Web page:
April 7 deadline for action is looming

by Don Schroeder

Kansas House of Representatives

As the 2017 legislative session nears first adjournment, the scramble to finish is on. Budget, school funding and revenue issues are on everyone’s mind and resolving them is a slow process. The April 7 deadline is coming up quickly.

Monday, the Senate was on the floor debating several issues, mostly non-controversial. The issue receiving the most attention was HB 2044, which is Medicaid expansion. Several things happened in the last week to bring more attention to that issue.

The first was that the U.S. Congress pulled the Affordable Care Act repeal bill from the calendar so no change is occurring in Washington, D.C., at this time. The second is that the Kansas Senate passed, without amendment, HB 2044. Since it passed the Senate without amendment, it went directly to the governor, who almost immediately vetoed it. An hour and a half later, a motion was made to override and the motion was tabled, likely until Monday.

There is much speculation about whether expanding Medicaid will cost the state additional funding. Many claim it won’t, but the actual numbers are rather difficult to determine.

My own take on it is that if all the benefits are considered, the cost to the state is likely to be minimal, or perhaps zero. With the expansion, hospitals and health care providers will receive at least some compensation for services that had not been compensated before.

While the state may see some additional costs, those benefits may be unrealized by the state budget but are very real for providers.

Work on the school funding formula continues. The K-12 Budget Committee finished hearings on the proposed bill and will begin working the bill after a day or two of discussion.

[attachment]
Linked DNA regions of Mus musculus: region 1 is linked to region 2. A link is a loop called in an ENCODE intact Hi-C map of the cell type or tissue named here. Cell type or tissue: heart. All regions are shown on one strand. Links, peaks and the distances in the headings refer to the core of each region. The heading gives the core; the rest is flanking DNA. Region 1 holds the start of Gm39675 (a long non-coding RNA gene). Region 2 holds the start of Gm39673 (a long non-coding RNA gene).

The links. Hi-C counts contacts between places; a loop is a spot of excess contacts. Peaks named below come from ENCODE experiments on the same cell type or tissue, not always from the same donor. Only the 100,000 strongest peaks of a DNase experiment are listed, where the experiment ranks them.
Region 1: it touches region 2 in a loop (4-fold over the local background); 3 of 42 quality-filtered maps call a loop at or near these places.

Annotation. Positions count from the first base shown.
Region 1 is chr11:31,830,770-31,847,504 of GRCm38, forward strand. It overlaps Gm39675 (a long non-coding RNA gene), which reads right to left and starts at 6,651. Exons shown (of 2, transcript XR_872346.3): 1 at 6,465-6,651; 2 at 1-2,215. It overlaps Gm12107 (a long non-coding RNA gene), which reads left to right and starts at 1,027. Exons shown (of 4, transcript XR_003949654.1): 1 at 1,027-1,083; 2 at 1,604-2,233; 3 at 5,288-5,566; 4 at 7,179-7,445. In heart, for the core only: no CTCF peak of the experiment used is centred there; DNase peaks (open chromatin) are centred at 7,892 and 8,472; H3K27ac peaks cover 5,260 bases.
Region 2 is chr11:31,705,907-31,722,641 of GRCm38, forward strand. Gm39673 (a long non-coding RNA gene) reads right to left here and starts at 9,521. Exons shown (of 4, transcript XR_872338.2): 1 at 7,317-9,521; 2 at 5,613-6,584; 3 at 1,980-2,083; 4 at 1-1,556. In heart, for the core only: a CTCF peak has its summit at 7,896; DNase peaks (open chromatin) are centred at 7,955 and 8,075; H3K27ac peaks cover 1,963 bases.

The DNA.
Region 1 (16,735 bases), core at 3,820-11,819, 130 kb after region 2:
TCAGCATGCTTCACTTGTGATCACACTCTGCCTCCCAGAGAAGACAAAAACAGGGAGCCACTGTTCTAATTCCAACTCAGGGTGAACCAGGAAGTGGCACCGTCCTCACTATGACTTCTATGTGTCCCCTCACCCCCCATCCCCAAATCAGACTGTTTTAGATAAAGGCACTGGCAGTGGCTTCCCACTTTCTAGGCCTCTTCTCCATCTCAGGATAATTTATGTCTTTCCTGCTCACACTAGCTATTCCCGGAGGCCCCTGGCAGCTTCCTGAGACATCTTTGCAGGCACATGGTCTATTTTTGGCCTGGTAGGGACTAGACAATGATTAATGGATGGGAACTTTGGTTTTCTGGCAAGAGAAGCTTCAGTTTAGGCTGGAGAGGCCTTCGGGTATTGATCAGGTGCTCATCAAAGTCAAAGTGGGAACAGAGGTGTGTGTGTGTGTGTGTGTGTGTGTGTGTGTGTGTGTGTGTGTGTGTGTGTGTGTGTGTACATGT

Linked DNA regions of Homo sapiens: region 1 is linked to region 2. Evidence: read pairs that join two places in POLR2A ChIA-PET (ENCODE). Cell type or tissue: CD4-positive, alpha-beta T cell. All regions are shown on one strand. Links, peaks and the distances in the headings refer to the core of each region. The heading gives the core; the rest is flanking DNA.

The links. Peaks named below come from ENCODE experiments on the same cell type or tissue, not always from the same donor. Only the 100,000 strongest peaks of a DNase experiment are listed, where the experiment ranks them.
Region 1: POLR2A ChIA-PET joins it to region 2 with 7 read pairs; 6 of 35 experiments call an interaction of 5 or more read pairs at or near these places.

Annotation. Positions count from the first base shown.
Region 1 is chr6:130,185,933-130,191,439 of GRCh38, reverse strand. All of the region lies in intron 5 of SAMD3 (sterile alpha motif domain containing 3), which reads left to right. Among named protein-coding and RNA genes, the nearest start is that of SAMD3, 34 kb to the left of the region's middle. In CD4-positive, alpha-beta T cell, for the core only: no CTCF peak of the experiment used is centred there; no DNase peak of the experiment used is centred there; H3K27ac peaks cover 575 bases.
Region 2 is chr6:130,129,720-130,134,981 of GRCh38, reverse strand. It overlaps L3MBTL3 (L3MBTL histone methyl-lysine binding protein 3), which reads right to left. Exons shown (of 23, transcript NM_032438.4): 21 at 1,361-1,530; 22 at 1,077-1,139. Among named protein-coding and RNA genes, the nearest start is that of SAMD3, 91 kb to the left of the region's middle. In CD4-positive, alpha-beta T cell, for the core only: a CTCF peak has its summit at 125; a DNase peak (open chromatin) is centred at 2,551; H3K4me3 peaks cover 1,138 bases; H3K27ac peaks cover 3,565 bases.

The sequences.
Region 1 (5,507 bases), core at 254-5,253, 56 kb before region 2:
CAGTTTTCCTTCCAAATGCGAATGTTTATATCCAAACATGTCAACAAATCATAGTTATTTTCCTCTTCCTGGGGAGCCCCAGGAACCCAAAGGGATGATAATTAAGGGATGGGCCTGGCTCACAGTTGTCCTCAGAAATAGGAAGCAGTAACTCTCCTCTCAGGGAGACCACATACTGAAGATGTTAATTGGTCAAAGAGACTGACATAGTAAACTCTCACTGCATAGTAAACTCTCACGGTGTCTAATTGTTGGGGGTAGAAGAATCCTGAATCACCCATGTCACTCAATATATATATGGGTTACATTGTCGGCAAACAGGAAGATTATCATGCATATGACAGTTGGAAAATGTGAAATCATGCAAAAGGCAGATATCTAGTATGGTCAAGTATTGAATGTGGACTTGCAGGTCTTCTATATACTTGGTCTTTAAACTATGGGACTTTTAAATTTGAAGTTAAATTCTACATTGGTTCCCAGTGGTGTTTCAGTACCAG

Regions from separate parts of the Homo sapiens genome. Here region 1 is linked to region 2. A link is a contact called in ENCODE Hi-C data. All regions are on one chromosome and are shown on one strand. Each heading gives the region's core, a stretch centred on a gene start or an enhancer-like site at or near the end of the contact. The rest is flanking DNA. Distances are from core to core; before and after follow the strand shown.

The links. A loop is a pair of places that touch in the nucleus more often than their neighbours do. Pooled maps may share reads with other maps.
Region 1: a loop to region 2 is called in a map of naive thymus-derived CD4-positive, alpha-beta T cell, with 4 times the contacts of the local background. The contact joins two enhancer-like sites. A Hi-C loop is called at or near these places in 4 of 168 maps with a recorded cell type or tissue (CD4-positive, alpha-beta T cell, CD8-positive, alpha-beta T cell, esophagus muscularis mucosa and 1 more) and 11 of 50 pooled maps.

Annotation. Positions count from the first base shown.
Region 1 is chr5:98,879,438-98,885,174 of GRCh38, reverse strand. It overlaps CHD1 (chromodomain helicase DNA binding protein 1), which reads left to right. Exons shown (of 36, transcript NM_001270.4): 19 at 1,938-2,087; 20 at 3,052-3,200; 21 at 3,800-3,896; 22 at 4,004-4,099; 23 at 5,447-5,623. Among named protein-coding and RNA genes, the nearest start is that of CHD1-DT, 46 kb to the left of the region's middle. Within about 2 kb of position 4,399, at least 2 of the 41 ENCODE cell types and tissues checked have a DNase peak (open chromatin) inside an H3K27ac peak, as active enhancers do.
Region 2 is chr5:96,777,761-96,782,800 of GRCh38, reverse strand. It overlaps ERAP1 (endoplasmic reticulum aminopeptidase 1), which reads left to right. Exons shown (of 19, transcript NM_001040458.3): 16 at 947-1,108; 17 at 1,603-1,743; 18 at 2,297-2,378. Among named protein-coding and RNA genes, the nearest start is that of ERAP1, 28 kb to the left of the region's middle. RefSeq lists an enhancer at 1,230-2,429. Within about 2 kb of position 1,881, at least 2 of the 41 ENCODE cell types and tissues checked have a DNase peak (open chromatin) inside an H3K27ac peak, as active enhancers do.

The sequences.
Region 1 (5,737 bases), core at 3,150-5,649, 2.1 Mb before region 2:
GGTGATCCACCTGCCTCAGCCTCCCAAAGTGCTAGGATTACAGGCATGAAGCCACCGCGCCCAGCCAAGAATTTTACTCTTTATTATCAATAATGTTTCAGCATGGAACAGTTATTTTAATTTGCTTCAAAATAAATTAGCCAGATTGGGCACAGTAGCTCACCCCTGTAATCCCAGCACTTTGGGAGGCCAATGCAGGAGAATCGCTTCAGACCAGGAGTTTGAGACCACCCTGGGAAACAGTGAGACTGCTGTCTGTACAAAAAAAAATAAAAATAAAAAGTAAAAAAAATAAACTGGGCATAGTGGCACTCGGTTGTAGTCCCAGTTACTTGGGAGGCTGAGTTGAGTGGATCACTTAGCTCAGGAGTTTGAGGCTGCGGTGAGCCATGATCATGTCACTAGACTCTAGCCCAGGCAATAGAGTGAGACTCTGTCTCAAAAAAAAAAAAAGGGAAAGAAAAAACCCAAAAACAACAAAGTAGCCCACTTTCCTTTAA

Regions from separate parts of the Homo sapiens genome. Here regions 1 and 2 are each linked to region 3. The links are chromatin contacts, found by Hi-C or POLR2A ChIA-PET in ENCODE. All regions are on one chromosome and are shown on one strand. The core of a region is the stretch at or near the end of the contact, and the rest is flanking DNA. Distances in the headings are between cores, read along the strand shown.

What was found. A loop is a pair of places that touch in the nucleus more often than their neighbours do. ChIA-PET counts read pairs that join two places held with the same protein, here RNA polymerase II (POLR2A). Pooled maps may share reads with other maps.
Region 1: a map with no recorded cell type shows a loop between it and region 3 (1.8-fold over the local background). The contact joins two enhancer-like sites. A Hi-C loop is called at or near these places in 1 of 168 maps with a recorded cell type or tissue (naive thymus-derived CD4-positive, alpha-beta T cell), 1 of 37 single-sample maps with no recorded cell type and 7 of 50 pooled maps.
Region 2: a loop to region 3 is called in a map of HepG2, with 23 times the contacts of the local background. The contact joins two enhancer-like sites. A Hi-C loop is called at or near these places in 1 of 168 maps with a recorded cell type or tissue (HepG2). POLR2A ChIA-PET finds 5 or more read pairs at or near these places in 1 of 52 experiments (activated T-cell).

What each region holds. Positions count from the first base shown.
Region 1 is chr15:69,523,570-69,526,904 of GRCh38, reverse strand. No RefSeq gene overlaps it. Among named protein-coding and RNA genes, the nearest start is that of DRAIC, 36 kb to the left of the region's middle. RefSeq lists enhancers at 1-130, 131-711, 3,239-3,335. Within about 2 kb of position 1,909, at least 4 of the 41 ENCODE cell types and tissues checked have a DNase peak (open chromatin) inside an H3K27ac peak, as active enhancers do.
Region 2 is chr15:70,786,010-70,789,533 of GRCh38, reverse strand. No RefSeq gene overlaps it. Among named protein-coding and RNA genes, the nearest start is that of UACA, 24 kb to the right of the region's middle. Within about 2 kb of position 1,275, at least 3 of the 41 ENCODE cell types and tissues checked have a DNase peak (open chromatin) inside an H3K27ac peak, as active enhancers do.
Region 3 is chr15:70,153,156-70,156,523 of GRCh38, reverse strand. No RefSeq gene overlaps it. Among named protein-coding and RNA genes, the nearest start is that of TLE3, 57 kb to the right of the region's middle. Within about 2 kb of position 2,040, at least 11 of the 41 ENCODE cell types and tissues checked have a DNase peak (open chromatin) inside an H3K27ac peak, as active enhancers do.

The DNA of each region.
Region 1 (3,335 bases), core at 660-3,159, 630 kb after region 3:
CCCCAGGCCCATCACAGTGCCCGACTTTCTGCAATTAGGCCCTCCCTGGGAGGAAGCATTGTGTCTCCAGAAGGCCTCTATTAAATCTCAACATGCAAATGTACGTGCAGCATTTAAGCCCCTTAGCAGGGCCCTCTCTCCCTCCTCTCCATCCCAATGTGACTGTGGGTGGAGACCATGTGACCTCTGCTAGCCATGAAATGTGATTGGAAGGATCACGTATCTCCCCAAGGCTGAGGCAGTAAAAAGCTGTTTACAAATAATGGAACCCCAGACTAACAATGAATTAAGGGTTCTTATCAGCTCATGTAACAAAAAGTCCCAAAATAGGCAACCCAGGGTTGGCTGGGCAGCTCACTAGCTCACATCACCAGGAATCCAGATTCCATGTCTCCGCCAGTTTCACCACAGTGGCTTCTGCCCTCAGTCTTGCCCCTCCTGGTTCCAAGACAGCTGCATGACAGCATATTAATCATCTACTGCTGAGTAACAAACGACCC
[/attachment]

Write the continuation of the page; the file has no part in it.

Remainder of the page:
Obviously, it is a complex matter and deserves much thought and discussion. Chairman Campbell has been steadily moving it along, but not in a rush. Given the diversity of schools in the state, it is impossible to create a formula that is ideal for everyone, but they are doing their best to accommodate and listen to everyone.

The House Appropria­tions and Senate Ways and Means Committees met and passed their respective FY 2018/2019 budgets. As I write this, the full Senate passed its budget out for conference but the House has not.

Even if the decision is made to increase taxes, it is becoming more apparent that funding the FY 2018 budget will be difficult, given the 12 to 18 month time lag between implementing a tax increase and the time when that revenue is realized by the state. Often the result is that the Legislature tends to phase in programs.

The school funding formula would be a good example, in that there is already an expectation of phasing in the funding over three years.

Given the difficulty with the FY 2018 budget, which is still $248 million under water after considerable work, several things will again be delayed and payments not made on time. Kansas Department of Transportation transfers to the general fund will still be made and state payments into KPERS will be delayed because of the cash shortage in the budget.

However, I want to stress that KPERS payments to beneficiaries are not compromised in any way. It has taken a while to get in this mess and will take some time to get out.

I have not had time to attend many Tax Committee meetings. When I have attend recently, the discussion has been on income flat tax. Generally, flat tax proposals are not popular because everyone is the same rate regardless of their income, and typically several things get pulled in to be taxed that are very unpopular.

Obviously, much remains to be finished in the next week and a half. My hope is that these issues are not pushed off to veto session in May. Schools and departments need to move ahead and get budgets in place before the fiscal year begins July 1.

Rep. Don Schroeder represents District 74, which includes Hillsboro and much of the southern half of Marion County.

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